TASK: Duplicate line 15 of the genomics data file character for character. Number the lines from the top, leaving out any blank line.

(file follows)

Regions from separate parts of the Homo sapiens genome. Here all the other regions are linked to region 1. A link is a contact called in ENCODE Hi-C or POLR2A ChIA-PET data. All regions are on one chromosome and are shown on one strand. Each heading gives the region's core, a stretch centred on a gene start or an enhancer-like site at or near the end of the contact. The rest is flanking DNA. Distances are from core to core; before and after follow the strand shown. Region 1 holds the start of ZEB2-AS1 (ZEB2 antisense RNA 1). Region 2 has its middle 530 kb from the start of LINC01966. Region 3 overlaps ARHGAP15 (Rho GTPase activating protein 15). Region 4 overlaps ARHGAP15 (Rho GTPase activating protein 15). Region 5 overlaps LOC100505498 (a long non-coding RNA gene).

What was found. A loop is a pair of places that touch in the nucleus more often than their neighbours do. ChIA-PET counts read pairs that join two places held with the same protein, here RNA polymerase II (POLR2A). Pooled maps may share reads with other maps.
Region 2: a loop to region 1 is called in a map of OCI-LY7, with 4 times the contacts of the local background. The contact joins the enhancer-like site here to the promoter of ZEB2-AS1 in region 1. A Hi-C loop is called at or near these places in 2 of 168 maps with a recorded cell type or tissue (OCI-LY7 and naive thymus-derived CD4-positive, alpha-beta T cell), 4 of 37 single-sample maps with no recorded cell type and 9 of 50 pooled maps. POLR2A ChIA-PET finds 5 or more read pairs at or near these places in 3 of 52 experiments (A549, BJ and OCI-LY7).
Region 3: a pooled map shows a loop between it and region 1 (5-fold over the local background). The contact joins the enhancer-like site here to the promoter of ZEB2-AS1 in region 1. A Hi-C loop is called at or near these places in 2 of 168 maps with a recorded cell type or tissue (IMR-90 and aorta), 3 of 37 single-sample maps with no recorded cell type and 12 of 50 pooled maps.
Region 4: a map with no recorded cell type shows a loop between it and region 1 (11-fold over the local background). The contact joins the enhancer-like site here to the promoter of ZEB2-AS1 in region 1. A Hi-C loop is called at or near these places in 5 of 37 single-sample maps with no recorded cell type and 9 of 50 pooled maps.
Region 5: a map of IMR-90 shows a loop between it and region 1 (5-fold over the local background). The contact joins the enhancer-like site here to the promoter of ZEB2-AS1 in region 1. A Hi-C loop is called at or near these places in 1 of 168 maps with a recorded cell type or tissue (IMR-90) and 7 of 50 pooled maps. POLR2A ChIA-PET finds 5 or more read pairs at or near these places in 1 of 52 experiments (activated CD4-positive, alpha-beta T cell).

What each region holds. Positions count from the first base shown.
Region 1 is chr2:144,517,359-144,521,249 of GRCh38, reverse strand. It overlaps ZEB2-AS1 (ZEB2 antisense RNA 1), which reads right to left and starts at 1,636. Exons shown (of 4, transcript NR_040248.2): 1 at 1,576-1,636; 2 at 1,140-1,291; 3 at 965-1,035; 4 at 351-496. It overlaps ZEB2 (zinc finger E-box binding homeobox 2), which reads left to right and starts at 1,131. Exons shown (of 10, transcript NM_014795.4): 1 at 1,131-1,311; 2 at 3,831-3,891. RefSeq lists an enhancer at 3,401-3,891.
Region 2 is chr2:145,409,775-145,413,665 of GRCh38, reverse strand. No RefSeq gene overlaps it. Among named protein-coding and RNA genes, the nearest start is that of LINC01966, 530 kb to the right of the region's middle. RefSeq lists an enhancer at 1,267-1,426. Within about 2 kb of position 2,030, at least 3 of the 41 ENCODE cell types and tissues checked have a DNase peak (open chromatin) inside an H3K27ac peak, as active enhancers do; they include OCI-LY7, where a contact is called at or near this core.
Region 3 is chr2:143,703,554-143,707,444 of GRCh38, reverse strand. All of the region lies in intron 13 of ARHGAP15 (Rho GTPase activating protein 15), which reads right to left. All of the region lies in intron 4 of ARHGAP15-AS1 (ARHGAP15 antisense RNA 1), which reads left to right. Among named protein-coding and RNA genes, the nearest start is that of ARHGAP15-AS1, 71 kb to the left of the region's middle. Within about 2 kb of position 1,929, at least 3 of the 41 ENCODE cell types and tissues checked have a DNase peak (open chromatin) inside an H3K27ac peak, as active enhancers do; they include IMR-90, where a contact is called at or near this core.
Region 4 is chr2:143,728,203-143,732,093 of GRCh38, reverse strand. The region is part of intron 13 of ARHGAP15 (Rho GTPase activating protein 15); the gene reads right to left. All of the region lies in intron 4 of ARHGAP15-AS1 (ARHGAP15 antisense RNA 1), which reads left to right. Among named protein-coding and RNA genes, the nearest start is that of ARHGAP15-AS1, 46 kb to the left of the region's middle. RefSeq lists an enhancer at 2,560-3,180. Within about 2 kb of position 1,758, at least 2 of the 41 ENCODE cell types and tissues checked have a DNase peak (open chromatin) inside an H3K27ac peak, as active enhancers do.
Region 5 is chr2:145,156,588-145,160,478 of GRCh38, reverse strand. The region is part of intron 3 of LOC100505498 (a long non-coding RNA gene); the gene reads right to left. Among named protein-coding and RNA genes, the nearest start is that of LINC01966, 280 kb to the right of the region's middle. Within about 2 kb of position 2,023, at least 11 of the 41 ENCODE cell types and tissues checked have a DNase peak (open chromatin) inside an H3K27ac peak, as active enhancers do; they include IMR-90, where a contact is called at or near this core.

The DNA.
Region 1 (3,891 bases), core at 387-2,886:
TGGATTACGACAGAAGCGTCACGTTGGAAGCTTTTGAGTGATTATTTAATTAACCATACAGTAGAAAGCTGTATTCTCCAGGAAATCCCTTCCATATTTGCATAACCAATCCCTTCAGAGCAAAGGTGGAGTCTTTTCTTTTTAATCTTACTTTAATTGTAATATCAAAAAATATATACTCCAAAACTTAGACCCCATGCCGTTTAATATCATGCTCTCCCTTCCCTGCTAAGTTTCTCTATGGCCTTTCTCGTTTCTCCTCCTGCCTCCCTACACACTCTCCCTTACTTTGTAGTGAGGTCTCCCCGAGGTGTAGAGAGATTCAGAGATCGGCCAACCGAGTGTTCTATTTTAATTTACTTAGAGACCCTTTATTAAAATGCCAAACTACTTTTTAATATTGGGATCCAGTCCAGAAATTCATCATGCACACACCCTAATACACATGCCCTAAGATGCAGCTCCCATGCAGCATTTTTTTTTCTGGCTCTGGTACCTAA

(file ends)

TGGATTACGACAGAAGCGTCACGTTGGAAGCTTTTGAGTGATTATTTAATTAACCATACAGTAGAAAGCTGTATTCTCCAGGAAATCCCTTCCATATTTGCATAACCAATCCCTTCAGAGCAAAGGTGGAGTCTTTTCTTTTTAATCTTACTTTAATTGTAATATCAAAAAATATATACTCCAAAACTTAGACCCCATGCCGTTTAATATCATGCTCTCCCTTCCCTGCTAAGTTTCTCTATGGCCTTTCTCGTTTCTCCTCCTGCCTCCCTACACACTCTCCCTTACTTTGTAGTGAGGTCTCCCCGAGGTGTAGAGAGATTCAGAGATCGGCCAACCGAGTGTTCTATTTTAATTTACTTAGAGACCCTTTATTAAAATGCCAAACTACTTTTTAATATTGGGATCCAGTCCAGAAATTCATCATGCACACACCCTAATACACATGCCCTAAGATGCAGCTCCCATGCAGCATTTTTTTTTCTGGCTCTGGTACCTAA